Hymns are important to the worshipper for three main reasons.  The first is understanding.  When a person really pays attention to what he is singing, he will gain a

better knowledge of the ways of God, a better understanding of Scripture, and a number on other insights of importance to spiritual growth.  Every member of the congregation should participate in the singing during a worship service.  Therefore, the message must be clear and easily understood in order for a person to truly take it to heart.14  Paul writes in I Corinthians 14:15, “… I will sing with the spirit and I shall sing with the mind also.”15  This involves understanding what is being sung.  If the person does not understand what the congregation is singing, the message is of no use to him or to God.

The second reason hymns are important is for encouragement.  Hymns are meant to draw people together in unity through singing the same music and the same words.16  Believers enjoy singing hymns because they are written for the believers to give them a part in worship, yet the words are the most important part of a hymn.  Colquhoun states that “a hymn has to do with the heart rather than the intellect.”17  When one sings sincerely, those around him will notice and make more of an effort to sing from the heart as well.  Martin Luther said that “besides theology, music is the only art capable of affording peace and joy of the heart… .”18  After singing a hymn, members of the congregation feel uplifted and closer to God and are better prepared to learn from the rest of the service.

Thirdly, hymns are important for the edification of believers.  They are intended to lift up fellow brothers and sisters in Christ.19  The practical purposes of hymns are worship, education, and ministry.  Singing hymns helps one to rid his thoughts of the mundane things of life and of the problems and frustrations with which he comes to church.  Singing also helps him to concentrate on why he is truly there.  Music has historically been used by churches to unite believers and to challenge them to live better lives by the words that they sing.20

Hymns are equally, if not far more, important to God than they are to men.  God is the single most important reason a congregation comes together, and He commands songs from of believers.21  As the Psalmist states, “Let the people praise Thee, O God; Let all the peoples praise Thee.  Let the nations be glad and sing for joy” (Psalm 67:3-4a). God requires and expects Christians to praise Him, not half-heartedly, but with all their strength.22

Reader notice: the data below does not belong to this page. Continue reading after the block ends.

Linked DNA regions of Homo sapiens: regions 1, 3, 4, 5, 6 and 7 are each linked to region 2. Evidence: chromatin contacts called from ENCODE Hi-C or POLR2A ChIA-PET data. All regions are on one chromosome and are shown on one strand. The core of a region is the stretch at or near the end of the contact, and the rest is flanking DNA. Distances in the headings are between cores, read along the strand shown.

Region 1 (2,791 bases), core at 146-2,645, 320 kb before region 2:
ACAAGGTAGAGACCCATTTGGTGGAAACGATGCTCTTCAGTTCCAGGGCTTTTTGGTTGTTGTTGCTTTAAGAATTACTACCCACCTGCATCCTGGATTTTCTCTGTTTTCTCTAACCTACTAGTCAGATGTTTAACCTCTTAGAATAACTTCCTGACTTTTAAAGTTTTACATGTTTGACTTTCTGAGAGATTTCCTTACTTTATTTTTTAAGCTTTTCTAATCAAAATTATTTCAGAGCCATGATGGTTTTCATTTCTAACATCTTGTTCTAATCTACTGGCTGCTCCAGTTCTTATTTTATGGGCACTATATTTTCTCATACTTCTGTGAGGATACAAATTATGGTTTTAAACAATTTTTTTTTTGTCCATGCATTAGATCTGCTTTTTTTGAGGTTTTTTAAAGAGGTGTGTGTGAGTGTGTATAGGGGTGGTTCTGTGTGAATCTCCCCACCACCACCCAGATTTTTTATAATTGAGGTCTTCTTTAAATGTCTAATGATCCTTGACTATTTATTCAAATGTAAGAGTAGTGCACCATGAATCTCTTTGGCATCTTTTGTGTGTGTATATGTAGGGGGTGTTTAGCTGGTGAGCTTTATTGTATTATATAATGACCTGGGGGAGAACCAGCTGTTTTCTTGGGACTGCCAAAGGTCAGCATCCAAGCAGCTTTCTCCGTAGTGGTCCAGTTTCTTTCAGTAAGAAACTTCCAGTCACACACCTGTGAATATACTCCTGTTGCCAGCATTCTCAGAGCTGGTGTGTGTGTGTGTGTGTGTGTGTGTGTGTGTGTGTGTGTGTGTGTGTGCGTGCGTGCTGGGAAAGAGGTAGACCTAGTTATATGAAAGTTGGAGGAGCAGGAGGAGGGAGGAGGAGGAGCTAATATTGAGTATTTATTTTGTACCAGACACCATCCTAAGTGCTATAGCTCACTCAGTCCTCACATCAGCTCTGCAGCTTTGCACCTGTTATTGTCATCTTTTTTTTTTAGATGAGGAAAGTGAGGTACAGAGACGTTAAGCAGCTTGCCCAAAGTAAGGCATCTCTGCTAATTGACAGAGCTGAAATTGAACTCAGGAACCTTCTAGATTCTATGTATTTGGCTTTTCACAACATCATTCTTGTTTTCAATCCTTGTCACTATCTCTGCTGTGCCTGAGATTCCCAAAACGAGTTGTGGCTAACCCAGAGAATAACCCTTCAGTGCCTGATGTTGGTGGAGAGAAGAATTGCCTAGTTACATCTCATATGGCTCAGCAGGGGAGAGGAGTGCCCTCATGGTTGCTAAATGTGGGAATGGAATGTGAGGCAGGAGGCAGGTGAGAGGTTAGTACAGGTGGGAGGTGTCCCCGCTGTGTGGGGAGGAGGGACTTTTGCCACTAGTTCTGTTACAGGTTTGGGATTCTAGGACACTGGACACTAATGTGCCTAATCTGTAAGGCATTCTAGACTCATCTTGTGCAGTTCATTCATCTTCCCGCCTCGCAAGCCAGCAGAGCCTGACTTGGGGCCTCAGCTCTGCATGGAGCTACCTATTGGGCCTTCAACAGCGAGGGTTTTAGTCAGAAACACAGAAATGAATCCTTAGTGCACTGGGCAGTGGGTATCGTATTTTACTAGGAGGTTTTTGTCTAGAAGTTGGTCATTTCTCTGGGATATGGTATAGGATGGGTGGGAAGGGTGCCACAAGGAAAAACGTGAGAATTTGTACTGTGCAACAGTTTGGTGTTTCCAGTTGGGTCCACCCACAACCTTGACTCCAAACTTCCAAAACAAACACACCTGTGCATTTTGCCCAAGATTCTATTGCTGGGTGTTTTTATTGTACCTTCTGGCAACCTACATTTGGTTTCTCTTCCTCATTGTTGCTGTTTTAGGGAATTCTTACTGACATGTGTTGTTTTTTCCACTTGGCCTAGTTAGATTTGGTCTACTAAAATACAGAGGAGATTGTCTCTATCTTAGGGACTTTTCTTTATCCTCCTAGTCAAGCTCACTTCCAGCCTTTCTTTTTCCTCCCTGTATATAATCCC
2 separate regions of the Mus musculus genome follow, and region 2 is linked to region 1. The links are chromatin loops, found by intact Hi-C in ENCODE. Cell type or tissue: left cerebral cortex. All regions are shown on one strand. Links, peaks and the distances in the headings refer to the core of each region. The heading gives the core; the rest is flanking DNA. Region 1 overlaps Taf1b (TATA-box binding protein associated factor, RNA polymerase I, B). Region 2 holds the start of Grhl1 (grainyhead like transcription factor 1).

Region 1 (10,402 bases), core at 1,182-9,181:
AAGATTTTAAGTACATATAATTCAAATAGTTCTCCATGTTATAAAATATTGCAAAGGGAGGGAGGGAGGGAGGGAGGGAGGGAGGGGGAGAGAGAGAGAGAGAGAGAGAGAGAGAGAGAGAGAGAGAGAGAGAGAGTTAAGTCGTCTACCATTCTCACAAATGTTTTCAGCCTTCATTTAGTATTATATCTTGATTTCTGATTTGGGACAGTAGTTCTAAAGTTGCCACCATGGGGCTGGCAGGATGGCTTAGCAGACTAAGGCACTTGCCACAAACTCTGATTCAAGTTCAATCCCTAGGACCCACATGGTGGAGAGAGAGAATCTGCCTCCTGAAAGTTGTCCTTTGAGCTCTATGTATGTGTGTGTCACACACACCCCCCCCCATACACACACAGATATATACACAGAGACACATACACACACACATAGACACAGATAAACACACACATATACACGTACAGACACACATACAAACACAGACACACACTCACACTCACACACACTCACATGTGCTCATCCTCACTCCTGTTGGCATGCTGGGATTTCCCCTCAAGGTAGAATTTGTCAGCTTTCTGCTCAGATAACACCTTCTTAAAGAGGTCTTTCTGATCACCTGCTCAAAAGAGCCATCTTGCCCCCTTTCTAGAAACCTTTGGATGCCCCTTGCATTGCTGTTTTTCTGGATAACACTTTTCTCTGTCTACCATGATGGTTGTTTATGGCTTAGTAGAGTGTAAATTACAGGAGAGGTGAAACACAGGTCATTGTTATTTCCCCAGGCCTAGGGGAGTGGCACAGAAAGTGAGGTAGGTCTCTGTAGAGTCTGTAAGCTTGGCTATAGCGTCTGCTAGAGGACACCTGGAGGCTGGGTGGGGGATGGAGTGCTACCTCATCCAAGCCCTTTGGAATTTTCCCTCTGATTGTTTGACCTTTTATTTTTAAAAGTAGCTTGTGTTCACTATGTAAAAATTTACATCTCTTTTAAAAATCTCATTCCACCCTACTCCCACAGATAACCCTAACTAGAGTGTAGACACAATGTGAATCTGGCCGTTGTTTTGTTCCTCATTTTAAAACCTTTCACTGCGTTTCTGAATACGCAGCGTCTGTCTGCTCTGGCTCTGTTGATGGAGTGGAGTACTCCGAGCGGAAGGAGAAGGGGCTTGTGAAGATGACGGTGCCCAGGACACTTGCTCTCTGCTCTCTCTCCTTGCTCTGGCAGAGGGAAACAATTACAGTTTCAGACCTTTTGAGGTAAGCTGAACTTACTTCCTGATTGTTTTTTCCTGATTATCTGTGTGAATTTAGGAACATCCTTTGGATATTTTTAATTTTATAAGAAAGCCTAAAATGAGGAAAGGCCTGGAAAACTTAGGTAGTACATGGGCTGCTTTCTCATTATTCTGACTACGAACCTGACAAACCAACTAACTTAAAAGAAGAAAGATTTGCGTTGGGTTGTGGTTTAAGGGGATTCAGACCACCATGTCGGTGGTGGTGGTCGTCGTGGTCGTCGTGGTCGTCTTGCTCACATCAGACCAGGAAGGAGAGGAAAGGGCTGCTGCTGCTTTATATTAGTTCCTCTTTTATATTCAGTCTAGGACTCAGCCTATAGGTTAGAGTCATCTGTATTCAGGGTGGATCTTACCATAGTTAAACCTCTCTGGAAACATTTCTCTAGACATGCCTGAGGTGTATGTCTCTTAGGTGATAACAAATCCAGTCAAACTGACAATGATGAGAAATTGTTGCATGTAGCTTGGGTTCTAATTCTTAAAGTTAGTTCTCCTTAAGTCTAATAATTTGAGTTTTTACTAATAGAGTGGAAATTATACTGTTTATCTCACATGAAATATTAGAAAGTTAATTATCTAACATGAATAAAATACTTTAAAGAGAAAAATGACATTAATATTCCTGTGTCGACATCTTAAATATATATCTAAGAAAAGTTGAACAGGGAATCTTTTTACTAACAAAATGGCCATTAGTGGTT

Singing is also important to God because it is a congregation’s duty in worship.  The Hebrews in Biblical times took their music very seriously.  They did not consider it  an art, but rather a divine service, and they seriously discouraged using it for personal pleasure.23 Worship should be based on sincerity and simplicity, as in the New Testament, rather than on tradition and ritual, as portrayed in the Old Testament.  One is to express reverence, humility, and dignity toward God in a worship service .24  Kenneth Osbeck states that “The act of worship, then, implies communion and fellowship:  The eternal infinite God deigning yet desiring communion with man; and finite man in turn capable of approaching and fellowshipping with Almighty God.”25

Hymns should be sung to express praise, devotion, and thanksgiving to God.  In the Bible, they are used to show private devotion, assurance of God’s presence, celebration of special events (such as the building of a palace or the temple) or to pronounce judgment on enemies.  In all cases, they were used to glorify God.  Basic concepts reflected in hymns today are of God and His nature, of trust in Him, of praise

and rejoicing, of His mercy, and of individual communion with Him.26  All of these

themes are extremely important to a worship service.

Several factors are involved in determining the lasting quality of hymns and gospel songs.  It often has to do with the people who sing them and depends upon an individual’s personal taste, the music one has heard growing up and is accustomed to, or how easy the song is to sing.  The only absolute way of knowing if a hymn will last is to put it through the test of time.  However, the background of the author, the words, and the music also have a great effect on what makes hymns last .27